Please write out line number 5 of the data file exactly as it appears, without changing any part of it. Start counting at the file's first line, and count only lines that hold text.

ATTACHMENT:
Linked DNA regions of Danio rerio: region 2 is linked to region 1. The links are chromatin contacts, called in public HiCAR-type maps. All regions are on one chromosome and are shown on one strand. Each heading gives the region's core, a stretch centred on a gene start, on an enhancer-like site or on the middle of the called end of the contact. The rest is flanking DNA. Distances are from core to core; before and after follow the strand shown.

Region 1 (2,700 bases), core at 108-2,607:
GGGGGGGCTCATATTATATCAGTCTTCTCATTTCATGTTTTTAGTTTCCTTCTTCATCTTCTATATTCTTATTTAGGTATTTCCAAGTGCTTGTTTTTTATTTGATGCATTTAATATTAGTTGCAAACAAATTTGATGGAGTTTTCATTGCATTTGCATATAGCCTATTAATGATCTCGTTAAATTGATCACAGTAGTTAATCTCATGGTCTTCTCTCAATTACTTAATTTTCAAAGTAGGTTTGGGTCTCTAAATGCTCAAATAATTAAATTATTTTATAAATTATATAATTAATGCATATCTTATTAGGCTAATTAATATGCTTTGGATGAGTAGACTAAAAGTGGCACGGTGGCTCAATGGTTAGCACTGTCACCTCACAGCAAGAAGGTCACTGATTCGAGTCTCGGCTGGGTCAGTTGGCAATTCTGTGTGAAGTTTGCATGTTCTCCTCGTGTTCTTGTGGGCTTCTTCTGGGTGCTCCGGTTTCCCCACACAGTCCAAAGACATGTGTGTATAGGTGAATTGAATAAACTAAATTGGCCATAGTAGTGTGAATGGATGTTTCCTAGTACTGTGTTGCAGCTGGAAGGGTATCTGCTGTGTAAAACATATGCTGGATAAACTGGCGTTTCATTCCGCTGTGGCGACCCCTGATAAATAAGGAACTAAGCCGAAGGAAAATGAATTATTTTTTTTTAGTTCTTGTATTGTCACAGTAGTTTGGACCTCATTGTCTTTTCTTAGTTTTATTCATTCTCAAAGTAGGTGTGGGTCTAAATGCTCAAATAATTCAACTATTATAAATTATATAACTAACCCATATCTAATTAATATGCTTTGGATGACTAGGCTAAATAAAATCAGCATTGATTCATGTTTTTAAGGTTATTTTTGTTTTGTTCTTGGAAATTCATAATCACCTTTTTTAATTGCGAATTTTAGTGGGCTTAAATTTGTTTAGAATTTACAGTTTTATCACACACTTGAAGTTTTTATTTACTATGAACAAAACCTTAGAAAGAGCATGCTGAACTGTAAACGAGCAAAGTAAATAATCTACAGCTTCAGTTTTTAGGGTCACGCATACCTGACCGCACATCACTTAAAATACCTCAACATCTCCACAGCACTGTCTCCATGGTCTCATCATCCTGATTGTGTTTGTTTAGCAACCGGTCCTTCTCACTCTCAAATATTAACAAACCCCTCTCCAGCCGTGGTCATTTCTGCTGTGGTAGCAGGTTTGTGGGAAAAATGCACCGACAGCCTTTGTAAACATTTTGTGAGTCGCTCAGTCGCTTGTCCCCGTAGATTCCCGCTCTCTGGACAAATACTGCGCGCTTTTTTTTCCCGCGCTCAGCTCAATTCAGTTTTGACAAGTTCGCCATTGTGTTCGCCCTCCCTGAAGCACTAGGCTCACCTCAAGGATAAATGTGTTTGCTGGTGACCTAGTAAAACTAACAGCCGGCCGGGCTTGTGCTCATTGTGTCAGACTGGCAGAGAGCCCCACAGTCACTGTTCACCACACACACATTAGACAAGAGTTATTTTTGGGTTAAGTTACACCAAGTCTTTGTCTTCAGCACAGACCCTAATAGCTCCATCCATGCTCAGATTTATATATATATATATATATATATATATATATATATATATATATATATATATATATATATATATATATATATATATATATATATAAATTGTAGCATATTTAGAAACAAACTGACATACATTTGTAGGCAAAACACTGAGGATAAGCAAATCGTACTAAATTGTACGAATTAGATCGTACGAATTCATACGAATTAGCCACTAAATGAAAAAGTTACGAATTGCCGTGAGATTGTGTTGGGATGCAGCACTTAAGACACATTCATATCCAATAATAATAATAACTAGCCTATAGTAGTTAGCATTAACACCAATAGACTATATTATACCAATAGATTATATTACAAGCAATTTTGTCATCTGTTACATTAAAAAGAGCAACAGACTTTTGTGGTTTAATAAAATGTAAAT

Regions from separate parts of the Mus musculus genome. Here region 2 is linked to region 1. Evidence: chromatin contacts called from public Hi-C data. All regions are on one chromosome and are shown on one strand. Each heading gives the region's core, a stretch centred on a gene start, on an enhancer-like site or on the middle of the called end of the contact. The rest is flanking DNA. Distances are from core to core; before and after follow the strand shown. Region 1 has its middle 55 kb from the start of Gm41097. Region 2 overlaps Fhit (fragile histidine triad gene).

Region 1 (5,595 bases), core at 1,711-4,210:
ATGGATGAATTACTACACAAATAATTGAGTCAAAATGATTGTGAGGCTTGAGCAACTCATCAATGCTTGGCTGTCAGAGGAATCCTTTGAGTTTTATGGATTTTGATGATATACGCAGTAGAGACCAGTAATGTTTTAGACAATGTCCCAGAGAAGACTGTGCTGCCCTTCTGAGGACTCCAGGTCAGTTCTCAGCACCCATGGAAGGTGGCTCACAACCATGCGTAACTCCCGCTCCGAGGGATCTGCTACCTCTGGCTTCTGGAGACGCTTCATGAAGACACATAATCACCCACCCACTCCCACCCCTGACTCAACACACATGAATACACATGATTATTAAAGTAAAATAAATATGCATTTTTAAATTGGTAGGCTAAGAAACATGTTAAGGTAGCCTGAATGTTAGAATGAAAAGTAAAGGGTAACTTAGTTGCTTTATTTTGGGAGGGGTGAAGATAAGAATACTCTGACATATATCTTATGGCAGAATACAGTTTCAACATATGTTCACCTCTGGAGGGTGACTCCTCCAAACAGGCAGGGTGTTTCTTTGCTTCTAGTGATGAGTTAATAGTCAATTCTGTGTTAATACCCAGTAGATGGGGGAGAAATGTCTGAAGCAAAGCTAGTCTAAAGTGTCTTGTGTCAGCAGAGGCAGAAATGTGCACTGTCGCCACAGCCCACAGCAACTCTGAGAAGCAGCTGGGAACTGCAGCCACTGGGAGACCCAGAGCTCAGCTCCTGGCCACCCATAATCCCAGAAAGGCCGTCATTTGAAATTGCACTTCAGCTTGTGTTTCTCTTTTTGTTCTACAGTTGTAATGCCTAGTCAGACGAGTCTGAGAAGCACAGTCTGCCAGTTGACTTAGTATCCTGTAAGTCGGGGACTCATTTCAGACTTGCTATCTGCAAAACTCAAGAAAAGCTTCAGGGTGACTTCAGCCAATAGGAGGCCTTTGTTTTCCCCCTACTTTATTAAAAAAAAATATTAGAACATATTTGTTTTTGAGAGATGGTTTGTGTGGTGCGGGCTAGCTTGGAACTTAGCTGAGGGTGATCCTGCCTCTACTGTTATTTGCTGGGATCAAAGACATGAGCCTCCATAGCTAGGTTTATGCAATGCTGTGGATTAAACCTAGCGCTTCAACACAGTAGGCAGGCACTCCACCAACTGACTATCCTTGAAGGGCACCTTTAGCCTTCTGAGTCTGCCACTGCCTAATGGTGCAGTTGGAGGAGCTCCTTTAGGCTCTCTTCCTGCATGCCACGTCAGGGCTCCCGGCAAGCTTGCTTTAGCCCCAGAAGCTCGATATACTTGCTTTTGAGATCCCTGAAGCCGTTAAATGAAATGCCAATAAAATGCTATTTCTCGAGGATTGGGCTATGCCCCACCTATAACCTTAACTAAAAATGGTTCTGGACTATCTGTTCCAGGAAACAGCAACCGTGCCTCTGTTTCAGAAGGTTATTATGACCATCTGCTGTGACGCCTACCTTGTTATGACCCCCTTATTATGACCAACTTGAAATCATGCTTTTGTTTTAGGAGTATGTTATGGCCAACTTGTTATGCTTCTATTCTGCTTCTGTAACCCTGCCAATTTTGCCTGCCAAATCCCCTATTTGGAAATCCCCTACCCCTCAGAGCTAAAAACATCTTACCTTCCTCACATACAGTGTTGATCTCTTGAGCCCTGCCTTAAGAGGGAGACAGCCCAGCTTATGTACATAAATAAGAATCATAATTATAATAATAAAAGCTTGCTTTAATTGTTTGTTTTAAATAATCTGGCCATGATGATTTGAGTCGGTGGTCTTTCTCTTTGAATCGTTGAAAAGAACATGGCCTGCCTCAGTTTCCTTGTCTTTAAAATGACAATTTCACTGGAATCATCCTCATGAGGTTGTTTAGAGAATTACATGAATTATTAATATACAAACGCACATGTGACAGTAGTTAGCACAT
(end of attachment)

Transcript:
Region 1 (5,595 bases), core at 1,711-4,210: